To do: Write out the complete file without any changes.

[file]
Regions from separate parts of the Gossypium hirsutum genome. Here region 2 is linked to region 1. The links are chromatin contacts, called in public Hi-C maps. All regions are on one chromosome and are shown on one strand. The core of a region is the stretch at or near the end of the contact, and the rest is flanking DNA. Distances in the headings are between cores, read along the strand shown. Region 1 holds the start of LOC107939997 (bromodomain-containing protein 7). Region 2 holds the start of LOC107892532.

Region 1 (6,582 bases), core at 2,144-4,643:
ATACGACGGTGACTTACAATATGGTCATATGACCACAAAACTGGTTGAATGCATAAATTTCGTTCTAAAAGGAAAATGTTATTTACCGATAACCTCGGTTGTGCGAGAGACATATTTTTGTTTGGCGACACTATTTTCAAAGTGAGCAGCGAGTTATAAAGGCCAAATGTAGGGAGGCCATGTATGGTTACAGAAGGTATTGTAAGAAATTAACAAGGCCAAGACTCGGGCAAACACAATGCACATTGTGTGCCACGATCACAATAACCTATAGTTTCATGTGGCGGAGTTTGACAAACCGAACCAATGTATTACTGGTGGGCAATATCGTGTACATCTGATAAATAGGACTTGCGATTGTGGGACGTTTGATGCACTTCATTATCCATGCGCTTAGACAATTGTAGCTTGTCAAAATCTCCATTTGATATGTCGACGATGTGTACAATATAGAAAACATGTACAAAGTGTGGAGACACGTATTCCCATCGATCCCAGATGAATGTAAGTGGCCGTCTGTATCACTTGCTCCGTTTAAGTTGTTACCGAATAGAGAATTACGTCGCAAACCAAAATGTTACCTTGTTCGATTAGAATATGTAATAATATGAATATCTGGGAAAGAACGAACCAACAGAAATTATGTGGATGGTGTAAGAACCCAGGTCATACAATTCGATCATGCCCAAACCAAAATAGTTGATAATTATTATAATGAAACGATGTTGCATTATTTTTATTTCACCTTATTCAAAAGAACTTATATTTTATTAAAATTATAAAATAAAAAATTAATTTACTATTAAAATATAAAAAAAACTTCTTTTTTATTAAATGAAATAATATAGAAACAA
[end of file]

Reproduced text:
Regions from separate parts of the Gossypium hirsutum genome. Here region 2 is linked to region 1. The links are chromatin contacts, called in public Hi-C maps. All regions are on one chromosome and are shown on one strand. The core of a region is the stretch at or near the end of the contact, and the rest is flanking DNA. Distances in the headings are between cores, read along the strand shown. Region 1 holds the start of LOC107939997 (bromodomain-containing protein 7). Region 2 holds the start of LOC107892532.

Region 1 (6,582 bases), core at 2,144-4,643:
ATACGACGGTGACTTACAATATGGTCATATGACCACAAAACTGGTTGAATGCATAAATTTCGTTCTAAAAGGAAAATGTTATTTACCGATAACCTCGGTTGTGCGAGAGACATATTTTTGTTTGGCGACACTATTTTCAAAGTGAGCAGCGAGTTATAAAGGCCAAATGTAGGGAGGCCATGTATGGTTACAGAAGGTATTGTAAGAAATTAACAAGGCCAAGACTCGGGCAAACACAATGCACATTGTGTGCCACGATCACAATAACCTATAGTTTCATGTGGCGGAGTTTGACAAACCGAACCAATGTATTACTGGTGGGCAATATCGTGTACATCTGATAAATAGGACTTGCGATTGTGGGACGTTTGATGCACTTCATTATCCATGCGCTTAGACAATTGTAGCTTGTCAAAATCTCCATTTGATATGTCGACGATGTGTACAATATAGAAAACATGTACAAAGTGTGGAGACACGTATTCCCATCGATCCCAGATGAATGTAAGTGGCCGTCTGTATCACTTGCTCCGTTTAAGTTGTTACCGAATAGAGAATTACGTCGCAAACCAAAATGTTACCTTGTTCGATTAGAATATGTAATAATATGAATATCTGGGAAAGAACGAACCAACAGAAATTATGTGGATGGTGTAAGAACCCAGGTCATACAATTCGATCATGCCCAAACCAAAATAGTTGATAATTATTATAATGAAACGATGTTGCATTATTTTTATTTCACCTTATTCAAAAGAACTTATATTTTATTAAAATTATAAAATAAAAAATTAATTTACTATTAAAATATAAAAAAAACTTCTTTTTTATTAAATGAAATAATATAGAAACAA